For those who don’t know, cartography is the making of maps. The word comes from the french terms carte and -graphie, which literally mean map and writing. Daniel Boschung is a face cartographer, and he does exactly what that title suggests: he makes geographic landscapes out of portraits of the human face.
The maximum resolution of a perfect human eye is around 450 pixels per inch (PPI). That means if you’ve got a smartphone, like the iPhone 5S, you probably wouldn’t notice the separate tiny pixels that make up the screen because of its display of 326 PPI. The screen looks almost as sharp as real life. Keeping that in mind, if you were to take a 90 x 90 inch portrait of one of the faces photographed by Daniel Boschung in this project, the final resolution of the picture would amount to somewhere at 111,000 PPI.
That’s where the title of cartographer comes in. Each facial portrait taken in this project is composed of a total of around 900 million pixels. By zooming into any feature of the faces of the subjects photographed, they become their own landscapes. The face becomes a country, and the eyes, nose, and mouth each become regions holding their own unique formations. Every flaw, fault, scar, and trait hiding within the microscopic buildup of the human body immediately becomes vulnerable as it gets exposed to the eye of a robotic lens powerhouse. The final result leaves you uneasy, uncomfortable, and pretty damn self-conscious.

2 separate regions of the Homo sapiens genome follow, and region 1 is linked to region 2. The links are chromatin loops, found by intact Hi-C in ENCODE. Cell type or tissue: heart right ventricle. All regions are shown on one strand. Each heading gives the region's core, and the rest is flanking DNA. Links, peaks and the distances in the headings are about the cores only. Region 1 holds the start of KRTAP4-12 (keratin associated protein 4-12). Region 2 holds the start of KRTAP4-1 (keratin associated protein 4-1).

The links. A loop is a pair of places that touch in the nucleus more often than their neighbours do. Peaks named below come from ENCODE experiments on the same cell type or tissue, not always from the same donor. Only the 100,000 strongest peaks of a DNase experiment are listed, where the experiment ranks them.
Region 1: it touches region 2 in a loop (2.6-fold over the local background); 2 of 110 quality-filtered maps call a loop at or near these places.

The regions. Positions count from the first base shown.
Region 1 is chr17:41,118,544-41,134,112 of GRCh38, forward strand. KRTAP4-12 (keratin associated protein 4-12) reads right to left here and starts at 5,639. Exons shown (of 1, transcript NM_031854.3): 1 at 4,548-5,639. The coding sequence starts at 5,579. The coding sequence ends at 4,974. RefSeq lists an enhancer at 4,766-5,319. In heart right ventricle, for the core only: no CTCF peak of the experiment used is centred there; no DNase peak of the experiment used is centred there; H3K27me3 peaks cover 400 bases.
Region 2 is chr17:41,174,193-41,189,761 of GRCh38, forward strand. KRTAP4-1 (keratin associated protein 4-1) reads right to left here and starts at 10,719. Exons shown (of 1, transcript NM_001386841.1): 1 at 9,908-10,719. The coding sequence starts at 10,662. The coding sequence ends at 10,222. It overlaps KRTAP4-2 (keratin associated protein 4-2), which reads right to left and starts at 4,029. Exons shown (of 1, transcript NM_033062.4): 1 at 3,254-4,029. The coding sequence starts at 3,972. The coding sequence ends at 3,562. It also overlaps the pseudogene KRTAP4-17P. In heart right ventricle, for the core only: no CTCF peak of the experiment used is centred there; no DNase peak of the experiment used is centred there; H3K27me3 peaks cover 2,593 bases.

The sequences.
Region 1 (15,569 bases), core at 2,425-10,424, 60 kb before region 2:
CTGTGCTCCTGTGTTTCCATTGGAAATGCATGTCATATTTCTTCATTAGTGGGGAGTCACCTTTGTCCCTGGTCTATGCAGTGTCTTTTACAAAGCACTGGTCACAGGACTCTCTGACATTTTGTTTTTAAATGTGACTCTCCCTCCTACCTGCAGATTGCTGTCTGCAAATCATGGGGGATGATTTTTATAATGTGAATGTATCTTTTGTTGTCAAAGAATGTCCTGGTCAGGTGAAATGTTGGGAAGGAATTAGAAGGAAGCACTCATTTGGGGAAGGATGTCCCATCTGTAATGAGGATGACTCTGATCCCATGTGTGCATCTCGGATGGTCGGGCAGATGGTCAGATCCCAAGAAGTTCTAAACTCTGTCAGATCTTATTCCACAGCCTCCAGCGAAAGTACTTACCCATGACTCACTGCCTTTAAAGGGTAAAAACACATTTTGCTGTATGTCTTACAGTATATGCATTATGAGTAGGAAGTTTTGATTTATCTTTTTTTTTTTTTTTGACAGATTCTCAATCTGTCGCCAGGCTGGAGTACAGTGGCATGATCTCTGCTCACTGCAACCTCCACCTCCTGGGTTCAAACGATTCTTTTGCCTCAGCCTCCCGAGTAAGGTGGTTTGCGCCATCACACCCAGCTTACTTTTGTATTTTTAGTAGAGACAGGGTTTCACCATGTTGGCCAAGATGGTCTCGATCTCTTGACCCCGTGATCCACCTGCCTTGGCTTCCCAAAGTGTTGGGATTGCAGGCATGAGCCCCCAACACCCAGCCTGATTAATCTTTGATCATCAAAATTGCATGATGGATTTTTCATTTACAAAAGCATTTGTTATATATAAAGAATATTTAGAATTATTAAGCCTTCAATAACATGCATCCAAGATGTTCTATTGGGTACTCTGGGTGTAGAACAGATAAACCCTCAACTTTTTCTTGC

Using a Canon EOS Mark II camera and a 180mm macro lens, Daniel Boschung created a machine that takes 600 single shots within a time span of 30 minutes. The subject, this entire time, remains still as the camera makes its way and captures every part of the face in its overloaded amount of shots; whoever is being shot has to sit in the same position throughout on a chair staring blankly into space. With no allotted time to speak, laugh, move, or interact, emotion ceases to exist in the subject, and the final portrait is even more unsettling as a result.
Daniel Boschung has been a cartographer of artwork and insects; he now made his move towards the cartography of human beings, but why is this project so much more attention-grabbing? I think I can offer one explanation: we’re a limited species. Our eyes are so extraordinary, but at the same time so limited. We haven’t ever been used to being so much imperfection in who we are. We apply our face wash, brush our teeth, put on our make-up, assure ourselves we look fine, and head out on our day. We don’t like looking at the microscopic flaws that really do make us up, we’re not accustomed to it, and this method of photography just confronted us with that vision. At the same time it makes us uneasy, it also interests us beyond any words. This is what we really are, and the photographer is giving us the chance to see it more clearly than we’ve probably ever been able to.